Did you raise it at the time, or are you merely telling us that's what you did?
Returning to the purpose of the cross-examination – to find out whether Sidhu had truly raised these concerns at an internal meeting on 17 October 2017, as he claims – Mansfield pointed out that Sidhu's "pleaded case is that [version 3 of the app] was released before it was safe to do so. It is not that you raised any security issues at that meeting."
The former veep said he'd "highlighted that there [were] security concerns and medical concerns that hadn't been addressed. Did I individually detail each part of the system that's broken? No."
Employment Judge Goodman, chairwoman of the panel, intervened: "What we want to know is what you said... you may not remember the exact words but [what we want is] the level of detail."
Picking his words carefully, Sidhu replied to the judge by saying: "I did not go into the level of detail in the apps where it says Alexandria is, blah blah, technical detail is not what I went into. Because it was not a forum where it was appropriate to raise that level of technical detail."
A triumphant Mansfield then pinned Sidhu to his witness statement. "If you mentioned those concerns you would have put them in your witness statement at paragraph 132. That's right, isn't it?"
Paragraph 132 of Sidhu's witness statement, as seen by The Register, described how, during a management meeting, he was asked to give a presentation to staff emphasising company values such as "honesty" and "clinical safety and service". The final two sentences said: "During the meeting, I questioned how the company values corresponded with Your.MD's recent decision to release the V3 App when it was not ready as explained at paragraph 90 above and not fully safe for potential users. This concern was also shared by the medical team."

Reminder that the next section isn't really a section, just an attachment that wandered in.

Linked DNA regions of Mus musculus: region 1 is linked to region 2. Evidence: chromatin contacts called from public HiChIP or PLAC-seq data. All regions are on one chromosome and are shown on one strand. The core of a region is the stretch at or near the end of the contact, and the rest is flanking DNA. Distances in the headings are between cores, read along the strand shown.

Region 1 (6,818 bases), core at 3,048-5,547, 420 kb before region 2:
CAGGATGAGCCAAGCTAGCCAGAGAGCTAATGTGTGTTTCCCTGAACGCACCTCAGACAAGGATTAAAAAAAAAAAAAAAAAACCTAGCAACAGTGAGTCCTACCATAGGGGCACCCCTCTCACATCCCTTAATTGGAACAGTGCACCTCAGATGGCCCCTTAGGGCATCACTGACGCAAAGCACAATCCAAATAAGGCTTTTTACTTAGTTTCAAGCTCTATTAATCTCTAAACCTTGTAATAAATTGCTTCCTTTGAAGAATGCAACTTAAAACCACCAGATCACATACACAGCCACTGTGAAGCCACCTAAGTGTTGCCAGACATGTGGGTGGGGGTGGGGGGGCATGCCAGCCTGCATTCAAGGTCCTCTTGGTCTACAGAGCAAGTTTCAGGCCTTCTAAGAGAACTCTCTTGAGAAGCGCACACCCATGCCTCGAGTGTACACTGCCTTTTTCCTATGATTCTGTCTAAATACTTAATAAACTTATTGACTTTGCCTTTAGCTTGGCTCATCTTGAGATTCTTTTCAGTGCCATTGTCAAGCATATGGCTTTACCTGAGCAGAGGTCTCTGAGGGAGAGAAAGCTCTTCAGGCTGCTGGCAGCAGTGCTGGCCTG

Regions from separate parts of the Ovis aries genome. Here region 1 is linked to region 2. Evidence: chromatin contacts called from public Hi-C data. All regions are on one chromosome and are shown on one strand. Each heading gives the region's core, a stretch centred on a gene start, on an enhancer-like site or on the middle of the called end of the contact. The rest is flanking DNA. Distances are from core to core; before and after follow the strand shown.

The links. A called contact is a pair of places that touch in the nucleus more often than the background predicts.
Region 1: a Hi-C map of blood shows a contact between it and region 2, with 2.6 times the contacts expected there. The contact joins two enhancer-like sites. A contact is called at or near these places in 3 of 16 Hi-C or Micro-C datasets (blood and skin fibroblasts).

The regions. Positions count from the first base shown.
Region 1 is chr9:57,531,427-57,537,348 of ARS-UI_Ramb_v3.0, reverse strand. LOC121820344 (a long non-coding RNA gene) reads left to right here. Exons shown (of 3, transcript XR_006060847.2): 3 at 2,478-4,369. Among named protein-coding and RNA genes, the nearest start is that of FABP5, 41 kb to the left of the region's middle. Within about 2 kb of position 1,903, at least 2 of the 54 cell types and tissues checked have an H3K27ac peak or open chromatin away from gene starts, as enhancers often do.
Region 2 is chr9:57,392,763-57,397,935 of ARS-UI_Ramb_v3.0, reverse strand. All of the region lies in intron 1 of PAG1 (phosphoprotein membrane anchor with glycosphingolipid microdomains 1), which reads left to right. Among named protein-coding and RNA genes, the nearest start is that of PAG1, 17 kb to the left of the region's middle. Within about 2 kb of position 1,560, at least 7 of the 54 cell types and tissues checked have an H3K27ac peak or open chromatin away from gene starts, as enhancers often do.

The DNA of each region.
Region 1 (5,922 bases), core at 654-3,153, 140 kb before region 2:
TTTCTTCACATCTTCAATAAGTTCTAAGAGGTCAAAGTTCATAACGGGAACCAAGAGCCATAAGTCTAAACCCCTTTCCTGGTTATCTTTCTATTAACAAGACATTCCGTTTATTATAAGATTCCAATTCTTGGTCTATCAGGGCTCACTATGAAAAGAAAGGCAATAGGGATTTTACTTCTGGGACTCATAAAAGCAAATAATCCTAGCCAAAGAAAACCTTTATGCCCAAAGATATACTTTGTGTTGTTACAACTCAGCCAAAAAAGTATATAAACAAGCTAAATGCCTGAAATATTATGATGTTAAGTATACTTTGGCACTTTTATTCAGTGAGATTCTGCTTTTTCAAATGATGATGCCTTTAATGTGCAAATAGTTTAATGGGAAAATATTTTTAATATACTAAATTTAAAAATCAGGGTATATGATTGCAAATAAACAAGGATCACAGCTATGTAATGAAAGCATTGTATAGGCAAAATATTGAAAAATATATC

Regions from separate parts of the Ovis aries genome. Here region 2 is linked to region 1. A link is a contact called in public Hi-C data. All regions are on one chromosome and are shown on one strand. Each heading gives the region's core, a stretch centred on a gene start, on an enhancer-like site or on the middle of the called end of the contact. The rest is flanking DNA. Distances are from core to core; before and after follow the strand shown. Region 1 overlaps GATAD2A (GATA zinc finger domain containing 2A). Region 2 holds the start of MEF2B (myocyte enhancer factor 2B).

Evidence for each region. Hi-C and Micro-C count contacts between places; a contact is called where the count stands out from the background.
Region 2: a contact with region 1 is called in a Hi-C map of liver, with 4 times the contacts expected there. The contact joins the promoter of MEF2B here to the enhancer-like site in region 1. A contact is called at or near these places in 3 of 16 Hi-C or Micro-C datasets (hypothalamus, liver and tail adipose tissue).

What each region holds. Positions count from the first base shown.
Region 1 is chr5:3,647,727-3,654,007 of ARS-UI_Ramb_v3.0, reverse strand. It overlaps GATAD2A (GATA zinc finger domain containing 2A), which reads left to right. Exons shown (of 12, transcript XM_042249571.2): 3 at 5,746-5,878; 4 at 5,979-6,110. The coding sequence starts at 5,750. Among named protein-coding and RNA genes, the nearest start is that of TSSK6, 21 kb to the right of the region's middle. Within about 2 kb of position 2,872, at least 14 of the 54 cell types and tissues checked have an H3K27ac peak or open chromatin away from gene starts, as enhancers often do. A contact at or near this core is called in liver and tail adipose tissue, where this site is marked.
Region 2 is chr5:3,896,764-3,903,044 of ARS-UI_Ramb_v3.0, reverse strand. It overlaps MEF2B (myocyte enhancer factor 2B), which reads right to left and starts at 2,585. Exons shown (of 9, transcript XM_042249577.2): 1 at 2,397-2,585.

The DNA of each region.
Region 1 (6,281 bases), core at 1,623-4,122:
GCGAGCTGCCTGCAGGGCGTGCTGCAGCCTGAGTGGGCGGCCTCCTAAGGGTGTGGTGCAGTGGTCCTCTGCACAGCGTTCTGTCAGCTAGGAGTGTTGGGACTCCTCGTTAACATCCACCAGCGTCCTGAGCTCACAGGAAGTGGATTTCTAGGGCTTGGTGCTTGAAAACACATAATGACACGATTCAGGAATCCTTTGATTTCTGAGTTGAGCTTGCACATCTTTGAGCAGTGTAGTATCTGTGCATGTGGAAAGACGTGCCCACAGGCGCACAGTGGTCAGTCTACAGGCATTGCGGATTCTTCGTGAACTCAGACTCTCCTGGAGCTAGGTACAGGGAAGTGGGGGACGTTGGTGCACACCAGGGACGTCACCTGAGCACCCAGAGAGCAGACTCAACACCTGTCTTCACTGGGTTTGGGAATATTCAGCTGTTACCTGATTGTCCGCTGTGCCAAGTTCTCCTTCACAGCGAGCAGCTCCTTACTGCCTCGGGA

Paragraph 90 described how doctors advising Your.MD "had made a plan about what countries it was safe to release the App" [sic] and also said that Sidhu "questioned how the company values corresponded with Your.MD's decision to release the V3 app in particular countries where it had not been approved for release".
Sidhu replied to Mansfield: "Like I said, clinical safety, in my mind, [was] congruent to what I said. We're looking at these as 3 or 4 separate things. If we're talking about them, particularly security concerns, they'd be described together... there was existing security concerns that weren't being addressed."
A dogged Mansfield, crossing his arms and leaning back in his seat, concluded: "You didn't say that, you'd didn't raise existing security concerns. You raised concerns about the decision to release the V3 app... none of this was said on the 17th October, the safety, the medical concerns. None of it is true."
In addition to unfair dismissal, Sidhu also claimed he was subject to whistleblowing detriment, direct discrimination and harassment because of race and sexual orientation, among other things. In his grounds of claim he described himself as "a British Indian homosexual man".
The tribunal panel was made up of Employment Judge Mrs S Goodman, assisted by lay members Mr D Eggmore and Mrs J Cameron. Barrister Andrew Hochhauser QC represented Sidhu. The case continues. ®